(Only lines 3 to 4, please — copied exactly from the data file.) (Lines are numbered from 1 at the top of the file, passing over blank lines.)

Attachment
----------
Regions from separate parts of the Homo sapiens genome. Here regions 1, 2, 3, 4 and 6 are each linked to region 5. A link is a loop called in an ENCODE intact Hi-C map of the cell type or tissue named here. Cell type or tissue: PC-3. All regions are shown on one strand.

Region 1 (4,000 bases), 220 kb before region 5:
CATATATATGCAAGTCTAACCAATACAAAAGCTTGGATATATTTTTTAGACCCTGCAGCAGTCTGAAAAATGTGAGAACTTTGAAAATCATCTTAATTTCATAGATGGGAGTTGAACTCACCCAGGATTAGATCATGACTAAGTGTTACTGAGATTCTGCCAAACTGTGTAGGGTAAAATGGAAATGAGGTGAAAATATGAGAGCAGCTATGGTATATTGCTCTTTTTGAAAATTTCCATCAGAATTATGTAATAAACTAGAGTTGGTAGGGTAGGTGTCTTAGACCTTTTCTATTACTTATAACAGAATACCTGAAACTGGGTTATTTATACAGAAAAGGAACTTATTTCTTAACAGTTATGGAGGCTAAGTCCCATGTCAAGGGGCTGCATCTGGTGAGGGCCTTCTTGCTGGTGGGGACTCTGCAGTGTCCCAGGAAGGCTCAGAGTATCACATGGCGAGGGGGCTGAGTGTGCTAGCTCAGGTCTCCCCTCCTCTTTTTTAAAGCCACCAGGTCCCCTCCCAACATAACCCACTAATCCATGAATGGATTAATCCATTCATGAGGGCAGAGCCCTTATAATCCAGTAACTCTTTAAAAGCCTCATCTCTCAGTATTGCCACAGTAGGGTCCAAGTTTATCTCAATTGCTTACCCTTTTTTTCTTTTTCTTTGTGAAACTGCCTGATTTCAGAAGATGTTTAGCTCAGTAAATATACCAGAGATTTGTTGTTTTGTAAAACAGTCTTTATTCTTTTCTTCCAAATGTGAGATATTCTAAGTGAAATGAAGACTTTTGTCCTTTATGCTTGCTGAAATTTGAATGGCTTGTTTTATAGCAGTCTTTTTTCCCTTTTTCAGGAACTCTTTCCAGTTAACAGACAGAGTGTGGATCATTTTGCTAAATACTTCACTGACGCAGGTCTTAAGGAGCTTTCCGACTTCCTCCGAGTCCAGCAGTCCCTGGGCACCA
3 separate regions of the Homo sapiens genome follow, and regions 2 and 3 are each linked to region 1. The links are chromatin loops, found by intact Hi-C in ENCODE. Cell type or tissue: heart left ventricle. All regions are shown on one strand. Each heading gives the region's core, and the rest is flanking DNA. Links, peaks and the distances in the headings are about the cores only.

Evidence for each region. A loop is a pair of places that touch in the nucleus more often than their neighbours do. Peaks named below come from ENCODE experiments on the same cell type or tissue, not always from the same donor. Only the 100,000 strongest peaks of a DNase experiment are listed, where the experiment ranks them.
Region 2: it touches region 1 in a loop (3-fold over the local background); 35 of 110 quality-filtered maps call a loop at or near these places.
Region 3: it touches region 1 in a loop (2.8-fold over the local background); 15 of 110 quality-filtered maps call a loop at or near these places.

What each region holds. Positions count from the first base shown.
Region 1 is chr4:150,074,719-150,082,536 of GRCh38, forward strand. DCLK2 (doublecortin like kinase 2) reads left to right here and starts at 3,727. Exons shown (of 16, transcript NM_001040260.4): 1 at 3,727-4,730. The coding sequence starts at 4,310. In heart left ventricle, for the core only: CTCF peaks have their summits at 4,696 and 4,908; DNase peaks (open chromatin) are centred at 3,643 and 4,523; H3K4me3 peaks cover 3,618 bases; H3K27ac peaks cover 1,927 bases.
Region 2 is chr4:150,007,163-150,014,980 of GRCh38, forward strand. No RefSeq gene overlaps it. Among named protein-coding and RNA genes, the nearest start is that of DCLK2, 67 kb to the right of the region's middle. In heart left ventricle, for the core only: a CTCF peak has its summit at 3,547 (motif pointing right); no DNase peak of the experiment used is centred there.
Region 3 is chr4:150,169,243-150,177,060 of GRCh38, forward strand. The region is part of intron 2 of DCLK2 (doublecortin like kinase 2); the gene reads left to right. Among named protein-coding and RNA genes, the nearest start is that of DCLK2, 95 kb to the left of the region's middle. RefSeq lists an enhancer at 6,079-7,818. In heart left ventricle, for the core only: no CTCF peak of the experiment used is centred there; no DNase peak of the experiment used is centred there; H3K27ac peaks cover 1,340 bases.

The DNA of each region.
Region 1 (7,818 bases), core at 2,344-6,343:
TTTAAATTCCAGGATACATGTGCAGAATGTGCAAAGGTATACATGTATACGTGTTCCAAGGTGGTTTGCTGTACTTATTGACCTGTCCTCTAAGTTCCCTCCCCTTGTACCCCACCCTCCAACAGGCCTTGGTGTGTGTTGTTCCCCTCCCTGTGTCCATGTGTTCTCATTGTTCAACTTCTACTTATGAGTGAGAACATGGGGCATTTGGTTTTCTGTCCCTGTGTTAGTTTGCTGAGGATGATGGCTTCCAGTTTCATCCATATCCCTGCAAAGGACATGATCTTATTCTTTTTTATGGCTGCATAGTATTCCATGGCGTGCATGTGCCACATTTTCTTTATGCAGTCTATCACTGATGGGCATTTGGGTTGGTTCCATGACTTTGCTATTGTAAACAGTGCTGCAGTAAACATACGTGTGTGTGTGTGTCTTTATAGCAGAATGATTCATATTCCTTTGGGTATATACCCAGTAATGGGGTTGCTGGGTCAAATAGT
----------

CATATATATGCAAGTCTAACCAATACAAAAGCTTGGATATATTTTTTAGACCCTGCAGCAGTCTGAAAAATGTGAGAACTTTGAAAATCATCTTAATTTCATAGATGGGAGTTGAACTCACCCAGGATTAGATCATGACTAAGTGTTACTGAGATTCTGCCAAACTGTGTAGGGTAAAATGGAAATGAGGTGAAAATATGAGAGCAGCTATGGTATATTGCTCTTTTTGAAAATTTCCATCAGAATTATGTAATAAACTAGAGTTGGTAGGGTAGGTGTCTTAGACCTTTTCTATTACTTATAACAGAATACCTGAAACTGGGTTATTTATACAGAAAAGGAACTTATTTCTTAACAGTTATGGAGGCTAAGTCCCATGTCAAGGGGCTGCATCTGGTGAGGGCCTTCTTGCTGGTGGGGACTCTGCAGTGTCCCAGGAAGGCTCAGAGTATCACATGGCGAGGGGGCTGAGTGTGCTAGCTCAGGTCTCCCCTCCTCTTTTTTAAAGCCACCAGGTCCCCTCCCAACATAACCCACTAATCCATGAATGGATTAATCCATTCATGAGGGCAGAGCCCTTATAATCCAGTAACTCTTTAAAAGCCTCATCTCTCAGTATTGCCACAGTAGGGTCCAAGTTTATCTCAATTGCTTACCCTTTTTTTCTTTTTCTTTGTGAAACTGCCTGATTTCAGAAGATGTTTAGCTCAGTAAATATACCAGAGATTTGTTGTTTTGTAAAACAGTCTTTATTCTTTTCTTCCAAATGTGAGATATTCTAAGTGAAATGAAGACTTTTGTCCTTTATGCTTGCTGAAATTTGAATGGCTTGTTTTATAGCAGTCTTTTTTCCCTTTTTCAGGAACTCTTTCCAGTTAACAGACAGAGTGTGGATCATTTTGCTAAATACTTCACTGACGCAGGTCTTAAGGAGCTTTCCGACTTCCTCCGAGTCCAGCAGTCCCTGGGCACCA
3 separate regions of the Homo sapiens genome follow, and regions 2 and 3 are each linked to region 1. The links are chromatin loops, found by intact Hi-C in ENCODE. Cell type or tissue: heart left ventricle. All regions are shown on one strand. Each heading gives the region's core, and the rest is flanking DNA. Links, peaks and the distances in the headings are about the cores only.